Upon successful verification of documentation, the applicant’s files are reviewed by an executive committee within the hospital. This committee may engage in discussions with the applicant and relevant stakeholders before approving the application and forwarding the information to regulatory bodies like the Joint Commission for further scrutiny.


Getting to Work

Once hospital credentials are secured, physicians may be granted privileges to practice within the healthcare facility. These privileges are categorized into three types: active or admitting, courtesy, and surgical, each delineating specific scopes of practice within the hospital environment.


Telehealth credentialing presents unique challenges, particularly for smaller healthcare facilities and practitioners. The conventional credentialing and privileging process can pose significant barriers to telehealth patients’ access to care, exacerbated during emergencies such as the ongoing pandemic. To expedite credentialing, practitioners may opt for “credentialing by proxy,” a method allowing them to practice at distant sites under the oversight of associated originating sites like hospitals.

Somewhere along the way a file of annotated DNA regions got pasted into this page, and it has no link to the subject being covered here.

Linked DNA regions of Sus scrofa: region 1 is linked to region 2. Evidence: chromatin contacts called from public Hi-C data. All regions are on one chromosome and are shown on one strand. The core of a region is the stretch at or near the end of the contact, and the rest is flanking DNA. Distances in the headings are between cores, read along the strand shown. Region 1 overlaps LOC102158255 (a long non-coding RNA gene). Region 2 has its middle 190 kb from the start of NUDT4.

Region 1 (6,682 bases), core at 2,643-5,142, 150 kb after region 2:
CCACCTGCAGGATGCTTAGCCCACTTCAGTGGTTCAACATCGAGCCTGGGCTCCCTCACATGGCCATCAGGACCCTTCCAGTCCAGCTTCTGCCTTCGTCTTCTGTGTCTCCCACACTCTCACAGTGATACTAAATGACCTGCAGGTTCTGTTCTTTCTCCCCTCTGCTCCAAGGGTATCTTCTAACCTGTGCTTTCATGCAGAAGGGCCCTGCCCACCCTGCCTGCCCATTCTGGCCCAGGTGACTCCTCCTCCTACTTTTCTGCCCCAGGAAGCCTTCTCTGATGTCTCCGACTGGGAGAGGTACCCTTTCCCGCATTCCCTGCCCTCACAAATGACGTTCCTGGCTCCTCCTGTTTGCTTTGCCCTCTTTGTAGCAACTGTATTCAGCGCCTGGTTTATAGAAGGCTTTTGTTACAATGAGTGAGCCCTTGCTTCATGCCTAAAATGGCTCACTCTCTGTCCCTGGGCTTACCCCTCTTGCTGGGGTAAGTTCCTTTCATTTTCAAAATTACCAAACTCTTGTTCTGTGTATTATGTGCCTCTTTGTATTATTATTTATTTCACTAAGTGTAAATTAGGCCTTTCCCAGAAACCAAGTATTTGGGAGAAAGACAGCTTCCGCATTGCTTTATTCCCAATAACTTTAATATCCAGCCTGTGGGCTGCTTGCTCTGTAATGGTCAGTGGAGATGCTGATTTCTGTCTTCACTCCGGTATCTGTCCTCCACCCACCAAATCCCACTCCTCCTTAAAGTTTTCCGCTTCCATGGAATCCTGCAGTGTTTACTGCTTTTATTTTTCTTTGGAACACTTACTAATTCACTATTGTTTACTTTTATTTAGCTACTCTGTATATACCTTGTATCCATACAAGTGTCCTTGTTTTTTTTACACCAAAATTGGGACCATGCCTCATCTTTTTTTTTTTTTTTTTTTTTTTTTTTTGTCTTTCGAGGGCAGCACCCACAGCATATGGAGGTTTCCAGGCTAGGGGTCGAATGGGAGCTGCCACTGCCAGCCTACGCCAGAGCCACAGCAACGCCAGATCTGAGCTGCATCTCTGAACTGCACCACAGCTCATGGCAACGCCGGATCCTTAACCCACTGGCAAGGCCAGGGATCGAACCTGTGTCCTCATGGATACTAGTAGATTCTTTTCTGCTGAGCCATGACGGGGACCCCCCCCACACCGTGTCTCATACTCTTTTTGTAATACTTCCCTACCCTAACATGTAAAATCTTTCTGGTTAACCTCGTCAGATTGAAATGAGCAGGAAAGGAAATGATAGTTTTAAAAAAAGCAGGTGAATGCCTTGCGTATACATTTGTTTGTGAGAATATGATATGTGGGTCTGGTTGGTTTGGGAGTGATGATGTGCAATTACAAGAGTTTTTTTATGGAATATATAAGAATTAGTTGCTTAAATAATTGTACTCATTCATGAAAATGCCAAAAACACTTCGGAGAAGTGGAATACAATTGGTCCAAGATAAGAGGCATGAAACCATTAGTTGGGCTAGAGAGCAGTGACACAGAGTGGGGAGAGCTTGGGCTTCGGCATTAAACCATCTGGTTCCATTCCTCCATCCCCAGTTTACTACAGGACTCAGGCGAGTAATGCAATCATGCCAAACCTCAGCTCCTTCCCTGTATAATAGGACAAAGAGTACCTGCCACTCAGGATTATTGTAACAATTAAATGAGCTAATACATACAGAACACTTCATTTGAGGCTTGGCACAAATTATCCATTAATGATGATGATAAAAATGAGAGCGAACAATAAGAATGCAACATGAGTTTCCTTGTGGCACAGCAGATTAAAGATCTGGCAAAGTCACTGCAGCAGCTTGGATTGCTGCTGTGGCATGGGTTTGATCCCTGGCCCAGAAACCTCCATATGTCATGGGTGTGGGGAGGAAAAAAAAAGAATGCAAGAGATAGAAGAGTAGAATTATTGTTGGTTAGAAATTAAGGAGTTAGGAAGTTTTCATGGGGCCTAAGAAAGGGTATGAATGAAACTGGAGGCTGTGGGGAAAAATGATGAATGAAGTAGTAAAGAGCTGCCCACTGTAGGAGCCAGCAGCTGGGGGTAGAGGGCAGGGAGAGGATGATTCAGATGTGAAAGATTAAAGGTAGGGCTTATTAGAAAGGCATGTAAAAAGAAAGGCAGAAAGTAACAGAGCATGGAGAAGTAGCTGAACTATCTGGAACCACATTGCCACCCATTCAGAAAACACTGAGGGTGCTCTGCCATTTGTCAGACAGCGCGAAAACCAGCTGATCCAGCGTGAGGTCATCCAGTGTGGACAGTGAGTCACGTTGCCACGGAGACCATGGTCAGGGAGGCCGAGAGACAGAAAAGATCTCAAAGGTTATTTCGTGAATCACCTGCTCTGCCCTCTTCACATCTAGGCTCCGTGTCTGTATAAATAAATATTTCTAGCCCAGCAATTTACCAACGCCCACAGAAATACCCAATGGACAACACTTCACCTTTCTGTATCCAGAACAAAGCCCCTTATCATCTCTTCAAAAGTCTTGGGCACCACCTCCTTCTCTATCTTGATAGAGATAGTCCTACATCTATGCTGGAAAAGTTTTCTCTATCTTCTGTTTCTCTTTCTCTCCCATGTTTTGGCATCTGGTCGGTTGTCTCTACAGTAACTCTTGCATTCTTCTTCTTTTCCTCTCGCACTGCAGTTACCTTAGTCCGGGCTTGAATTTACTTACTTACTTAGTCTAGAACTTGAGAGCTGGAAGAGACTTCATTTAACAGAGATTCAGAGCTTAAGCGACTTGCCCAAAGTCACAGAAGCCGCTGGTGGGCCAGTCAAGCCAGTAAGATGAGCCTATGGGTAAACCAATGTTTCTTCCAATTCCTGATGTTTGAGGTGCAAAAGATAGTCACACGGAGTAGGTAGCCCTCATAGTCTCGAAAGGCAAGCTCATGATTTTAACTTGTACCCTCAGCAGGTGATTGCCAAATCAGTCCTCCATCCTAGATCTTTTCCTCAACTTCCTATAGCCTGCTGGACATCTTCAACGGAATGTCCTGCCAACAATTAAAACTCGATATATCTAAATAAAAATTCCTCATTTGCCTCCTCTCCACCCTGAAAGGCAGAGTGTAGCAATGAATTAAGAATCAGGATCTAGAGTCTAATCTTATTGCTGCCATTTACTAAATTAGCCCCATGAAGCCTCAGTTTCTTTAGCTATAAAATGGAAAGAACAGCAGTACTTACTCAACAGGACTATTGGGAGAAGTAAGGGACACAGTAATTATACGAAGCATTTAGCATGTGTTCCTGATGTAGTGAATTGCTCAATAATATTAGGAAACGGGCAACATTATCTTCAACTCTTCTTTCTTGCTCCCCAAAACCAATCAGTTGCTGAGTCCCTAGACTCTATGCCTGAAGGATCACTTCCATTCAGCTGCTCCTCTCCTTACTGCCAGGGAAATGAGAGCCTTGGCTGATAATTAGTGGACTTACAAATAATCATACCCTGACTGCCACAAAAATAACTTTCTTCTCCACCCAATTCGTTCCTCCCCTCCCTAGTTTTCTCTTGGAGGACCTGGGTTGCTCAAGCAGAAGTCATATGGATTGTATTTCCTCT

While the Centers for Medicare and Medicaid Services (CMS) have introduced measures like credentialing waivers during crises, adherence to specific regulations remains paramount. Key requirements for credentialing by proxy include signed agreements, valid licensure, evidence of privileges at distant sites, and certification of distant sites as Medicare or telehealth facilities. Additionally, ongoing performance reviews and complaint sharing between originating and distant sites are crucial for regulatory compliance.


Despite its significance, the hospital credentialing process often encounters delays due to common roadblocks. These include missing or incomplete information on applications, varying state regulations, and misconceptions regarding credentialing responsibilities among healthcare organizations. Addressing these challenges requires thoroughness in application submissions, awareness of state-specific regulations, and clarity regarding organizational responsibilities.